The origin of Henna started centuries ago. The ancient people of Egypt and India used this form of temporary tattoo for their religious ceremonies, wedding festivals and for beautifying their bodies.
Henna is a plant which grows in the tropical climates of Southern Asia, Northern Australia and Africa. Its leaves contain a pigment known as lawsone which causes it to produce a dark stain after being touched. As a result of this staining quality, Henna has been used for ages to dye hair and create body art designs.
Mehandi on the other hand, originated from the desert of India where the people discovered that covering their hands and legs with the coloured paste of the Henna makes them feel beautiful and confident. It was not long before they started making intricate designs and was no longer about just smearing it on the body.
With time, the complexity of the design begins to grow and brides start decorating their hands and feet as part of the wedding festivals.
In Nigeria, Henna has not only become a part of marriage ritual for the Northern brides or Muslims but has also become a fashion trend drawn by celebrities and non-celebrities.
Some celebrities like Chidimma Ekile, Tiwa Savage, Adesua Etomi use the Henna intricate designs on her hands most times especially when they are going for events.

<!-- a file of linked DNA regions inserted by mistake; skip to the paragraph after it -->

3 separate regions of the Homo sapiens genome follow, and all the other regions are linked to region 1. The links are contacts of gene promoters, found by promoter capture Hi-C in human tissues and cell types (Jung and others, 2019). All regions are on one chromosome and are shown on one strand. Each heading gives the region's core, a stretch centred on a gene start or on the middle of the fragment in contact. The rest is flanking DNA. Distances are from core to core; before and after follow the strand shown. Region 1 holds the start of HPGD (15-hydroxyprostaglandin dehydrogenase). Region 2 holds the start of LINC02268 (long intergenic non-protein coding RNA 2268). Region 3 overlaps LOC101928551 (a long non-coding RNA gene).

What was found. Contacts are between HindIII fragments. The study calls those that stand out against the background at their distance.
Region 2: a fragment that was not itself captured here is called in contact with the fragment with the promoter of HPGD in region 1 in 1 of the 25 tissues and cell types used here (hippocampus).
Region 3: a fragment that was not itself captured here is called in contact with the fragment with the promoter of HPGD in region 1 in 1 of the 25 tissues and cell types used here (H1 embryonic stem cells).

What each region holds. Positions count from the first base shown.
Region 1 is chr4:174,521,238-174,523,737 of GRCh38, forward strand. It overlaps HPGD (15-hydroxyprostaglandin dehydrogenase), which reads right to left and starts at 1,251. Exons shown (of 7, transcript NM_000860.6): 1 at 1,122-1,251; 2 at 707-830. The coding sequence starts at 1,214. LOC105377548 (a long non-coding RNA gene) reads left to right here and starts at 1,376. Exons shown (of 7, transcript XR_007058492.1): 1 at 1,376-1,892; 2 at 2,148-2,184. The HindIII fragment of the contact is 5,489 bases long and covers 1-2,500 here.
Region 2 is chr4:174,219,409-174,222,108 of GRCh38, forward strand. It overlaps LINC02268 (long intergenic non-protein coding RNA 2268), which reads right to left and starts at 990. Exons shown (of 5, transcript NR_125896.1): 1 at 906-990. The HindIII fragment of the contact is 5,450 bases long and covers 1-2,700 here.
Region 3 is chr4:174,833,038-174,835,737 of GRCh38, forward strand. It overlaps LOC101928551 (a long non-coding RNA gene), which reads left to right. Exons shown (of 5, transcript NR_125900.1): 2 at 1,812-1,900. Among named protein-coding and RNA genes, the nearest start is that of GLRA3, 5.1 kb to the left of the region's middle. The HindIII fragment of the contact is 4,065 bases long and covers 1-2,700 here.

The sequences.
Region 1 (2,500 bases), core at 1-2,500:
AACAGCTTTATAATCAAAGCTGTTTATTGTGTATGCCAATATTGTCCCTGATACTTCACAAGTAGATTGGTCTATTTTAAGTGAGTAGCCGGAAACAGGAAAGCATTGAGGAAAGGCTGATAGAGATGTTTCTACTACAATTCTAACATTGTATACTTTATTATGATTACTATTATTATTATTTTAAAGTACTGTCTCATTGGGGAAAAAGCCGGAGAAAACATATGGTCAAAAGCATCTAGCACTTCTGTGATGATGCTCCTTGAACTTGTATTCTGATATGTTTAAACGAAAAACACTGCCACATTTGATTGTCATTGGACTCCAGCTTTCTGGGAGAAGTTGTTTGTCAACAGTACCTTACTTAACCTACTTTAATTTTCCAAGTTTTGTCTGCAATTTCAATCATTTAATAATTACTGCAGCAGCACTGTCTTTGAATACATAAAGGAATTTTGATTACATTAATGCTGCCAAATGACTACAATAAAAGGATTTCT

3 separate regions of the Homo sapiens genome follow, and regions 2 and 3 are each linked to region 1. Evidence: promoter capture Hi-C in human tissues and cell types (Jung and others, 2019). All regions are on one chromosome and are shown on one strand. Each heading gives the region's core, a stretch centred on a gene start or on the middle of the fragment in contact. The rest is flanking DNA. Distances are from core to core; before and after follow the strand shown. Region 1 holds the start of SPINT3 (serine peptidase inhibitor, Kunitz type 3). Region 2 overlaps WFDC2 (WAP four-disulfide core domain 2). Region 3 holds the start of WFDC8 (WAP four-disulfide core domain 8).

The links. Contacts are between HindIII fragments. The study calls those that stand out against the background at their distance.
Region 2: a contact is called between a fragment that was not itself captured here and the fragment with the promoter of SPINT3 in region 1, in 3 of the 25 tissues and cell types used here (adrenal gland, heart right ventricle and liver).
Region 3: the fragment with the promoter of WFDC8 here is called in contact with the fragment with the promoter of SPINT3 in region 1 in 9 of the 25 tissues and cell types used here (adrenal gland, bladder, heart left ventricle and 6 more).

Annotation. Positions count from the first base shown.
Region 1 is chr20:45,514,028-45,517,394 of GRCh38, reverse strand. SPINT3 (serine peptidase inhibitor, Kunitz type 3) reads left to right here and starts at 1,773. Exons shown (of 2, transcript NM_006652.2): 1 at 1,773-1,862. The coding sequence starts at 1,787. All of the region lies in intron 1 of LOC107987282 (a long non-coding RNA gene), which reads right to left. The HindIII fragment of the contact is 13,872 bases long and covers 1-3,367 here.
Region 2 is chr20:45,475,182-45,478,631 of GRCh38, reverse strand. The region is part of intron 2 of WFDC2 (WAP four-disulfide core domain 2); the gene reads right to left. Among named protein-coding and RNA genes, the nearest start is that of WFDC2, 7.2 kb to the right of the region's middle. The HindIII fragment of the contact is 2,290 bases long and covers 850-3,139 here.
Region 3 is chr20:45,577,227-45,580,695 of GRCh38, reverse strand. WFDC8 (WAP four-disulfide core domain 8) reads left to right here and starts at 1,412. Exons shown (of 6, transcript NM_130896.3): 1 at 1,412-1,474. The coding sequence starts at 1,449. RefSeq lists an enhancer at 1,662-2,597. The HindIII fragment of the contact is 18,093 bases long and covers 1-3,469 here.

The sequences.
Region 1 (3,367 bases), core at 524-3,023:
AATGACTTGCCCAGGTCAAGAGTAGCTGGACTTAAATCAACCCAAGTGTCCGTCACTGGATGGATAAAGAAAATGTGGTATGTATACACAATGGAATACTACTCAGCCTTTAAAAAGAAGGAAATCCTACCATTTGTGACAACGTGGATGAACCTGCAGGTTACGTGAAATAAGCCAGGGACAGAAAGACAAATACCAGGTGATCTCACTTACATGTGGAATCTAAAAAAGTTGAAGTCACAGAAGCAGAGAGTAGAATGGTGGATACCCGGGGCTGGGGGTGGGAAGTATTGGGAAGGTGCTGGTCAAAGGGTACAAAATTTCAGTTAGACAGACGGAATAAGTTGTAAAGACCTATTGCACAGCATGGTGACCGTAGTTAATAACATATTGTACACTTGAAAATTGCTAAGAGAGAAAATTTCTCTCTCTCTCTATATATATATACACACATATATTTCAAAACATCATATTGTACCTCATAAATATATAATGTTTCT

But medical researchers have advised that the Henna can only be used for hair but not for the body to avoid skin irritation.
The Food and Drug Administration of the United States Department of Health and Human Services stated that Henna as a natural plant if painted on the skin, can cause complications such as contact dermatitis whereby the contact of the henna on the skin causes skin irritation like rashes or might trigger an allergic reaction.
So, it is advisable to report all side effects from henna particularly the dark henna to a medical professional. Also, do a patch test whereby a small portion of it is applied to the body for a couple of minutes to look out for any side effect before applying generously on the skin.